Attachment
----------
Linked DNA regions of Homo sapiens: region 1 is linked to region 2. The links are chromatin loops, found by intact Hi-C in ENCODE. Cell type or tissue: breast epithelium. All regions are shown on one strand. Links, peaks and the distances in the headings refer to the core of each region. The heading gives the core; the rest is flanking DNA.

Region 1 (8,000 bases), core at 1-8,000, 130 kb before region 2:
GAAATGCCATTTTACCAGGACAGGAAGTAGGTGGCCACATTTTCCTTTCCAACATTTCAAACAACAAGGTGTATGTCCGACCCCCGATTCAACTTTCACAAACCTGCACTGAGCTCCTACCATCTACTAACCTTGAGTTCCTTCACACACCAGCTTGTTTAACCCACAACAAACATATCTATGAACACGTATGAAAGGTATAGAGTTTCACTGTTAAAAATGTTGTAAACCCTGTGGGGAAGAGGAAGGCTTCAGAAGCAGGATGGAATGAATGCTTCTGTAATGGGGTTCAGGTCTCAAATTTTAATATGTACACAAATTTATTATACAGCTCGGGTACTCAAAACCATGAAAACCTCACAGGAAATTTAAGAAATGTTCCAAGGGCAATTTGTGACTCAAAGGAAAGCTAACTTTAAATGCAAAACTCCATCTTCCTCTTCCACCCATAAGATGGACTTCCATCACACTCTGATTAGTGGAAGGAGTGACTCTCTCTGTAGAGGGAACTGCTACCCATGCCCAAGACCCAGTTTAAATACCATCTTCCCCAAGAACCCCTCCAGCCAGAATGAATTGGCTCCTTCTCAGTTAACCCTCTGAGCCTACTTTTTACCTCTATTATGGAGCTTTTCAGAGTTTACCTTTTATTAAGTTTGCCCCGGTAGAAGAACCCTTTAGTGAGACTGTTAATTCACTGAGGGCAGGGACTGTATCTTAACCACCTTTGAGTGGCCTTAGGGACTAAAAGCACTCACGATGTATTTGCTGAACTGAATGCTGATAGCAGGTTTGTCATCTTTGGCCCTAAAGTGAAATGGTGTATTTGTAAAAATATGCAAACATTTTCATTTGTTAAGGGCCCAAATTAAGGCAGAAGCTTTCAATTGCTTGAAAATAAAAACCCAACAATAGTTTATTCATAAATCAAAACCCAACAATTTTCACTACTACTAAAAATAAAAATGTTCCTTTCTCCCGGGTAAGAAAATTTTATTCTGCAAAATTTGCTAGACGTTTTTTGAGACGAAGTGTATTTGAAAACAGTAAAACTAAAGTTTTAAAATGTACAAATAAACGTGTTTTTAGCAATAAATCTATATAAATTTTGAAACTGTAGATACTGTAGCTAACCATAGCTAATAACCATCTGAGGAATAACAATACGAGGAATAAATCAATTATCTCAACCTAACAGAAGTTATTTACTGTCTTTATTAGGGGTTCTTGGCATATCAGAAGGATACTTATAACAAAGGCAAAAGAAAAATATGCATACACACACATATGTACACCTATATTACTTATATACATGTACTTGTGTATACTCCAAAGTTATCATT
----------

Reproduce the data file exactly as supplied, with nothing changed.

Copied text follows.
Linked DNA regions of Homo sapiens: region 1 is linked to region 2. The links are chromatin loops, found by intact Hi-C in ENCODE. Cell type or tissue: breast epithelium. All regions are shown on one strand. Links, peaks and the distances in the headings refer to the core of each region. The heading gives the core; the rest is flanking DNA.

Region 1 (8,000 bases), core at 1-8,000, 130 kb before region 2:
GAAATGCCATTTTACCAGGACAGGAAGTAGGTGGCCACATTTTCCTTTCCAACATTTCAAACAACAAGGTGTATGTCCGACCCCCGATTCAACTTTCACAAACCTGCACTGAGCTCCTACCATCTACTAACCTTGAGTTCCTTCACACACCAGCTTGTTTAACCCACAACAAACATATCTATGAACACGTATGAAAGGTATAGAGTTTCACTGTTAAAAATGTTGTAAACCCTGTGGGGAAGAGGAAGGCTTCAGAAGCAGGATGGAATGAATGCTTCTGTAATGGGGTTCAGGTCTCAAATTTTAATATGTACACAAATTTATTATACAGCTCGGGTACTCAAAACCATGAAAACCTCACAGGAAATTTAAGAAATGTTCCAAGGGCAATTTGTGACTCAAAGGAAAGCTAACTTTAAATGCAAAACTCCATCTTCCTCTTCCACCCATAAGATGGACTTCCATCACACTCTGATTAGTGGAAGGAGTGACTCTCTCTGTAGAGGGAACTGCTACCCATGCCCAAGACCCAGTTTAAATACCATCTTCCCCAAGAACCCCTCCAGCCAGAATGAATTGGCTCCTTCTCAGTTAACCCTCTGAGCCTACTTTTTACCTCTATTATGGAGCTTTTCAGAGTTTACCTTTTATTAAGTTTGCCCCGGTAGAAGAACCCTTTAGTGAGACTGTTAATTCACTGAGGGCAGGGACTGTATCTTAACCACCTTTGAGTGGCCTTAGGGACTAAAAGCACTCACGATGTATTTGCTGAACTGAATGCTGATAGCAGGTTTGTCATCTTTGGCCCTAAAGTGAAATGGTGTATTTGTAAAAATATGCAAACATTTTCATTTGTTAAGGGCCCAAATTAAGGCAGAAGCTTTCAATTGCTTGAAAATAAAAACCCAACAATAGTTTATTCATAAATCAAAACCCAACAATTTTCACTACTACTAAAAATAAAAATGTTCCTTTCTCCCGGGTAAGAAAATTTTATTCTGCAAAATTTGCTAGACGTTTTTTGAGACGAAGTGTATTTGAAAACAGTAAAACTAAAGTTTTAAAATGTACAAATAAACGTGTTTTTAGCAATAAATCTATATAAATTTTGAAACTGTAGATACTGTAGCTAACCATAGCTAATAACCATCTGAGGAATAACAATACGAGGAATAAATCAATTATCTCAACCTAACAGAAGTTATTTACTGTCTTTATTAGGGGTTCTTGGCATATCAGAAGGATACTTATAACAAAGGCAAAAGAAAAATATGCATACACACACATATGTACACCTATATTACTTATATACATGTACTTGTGTATACTCCAAAGTTATCATT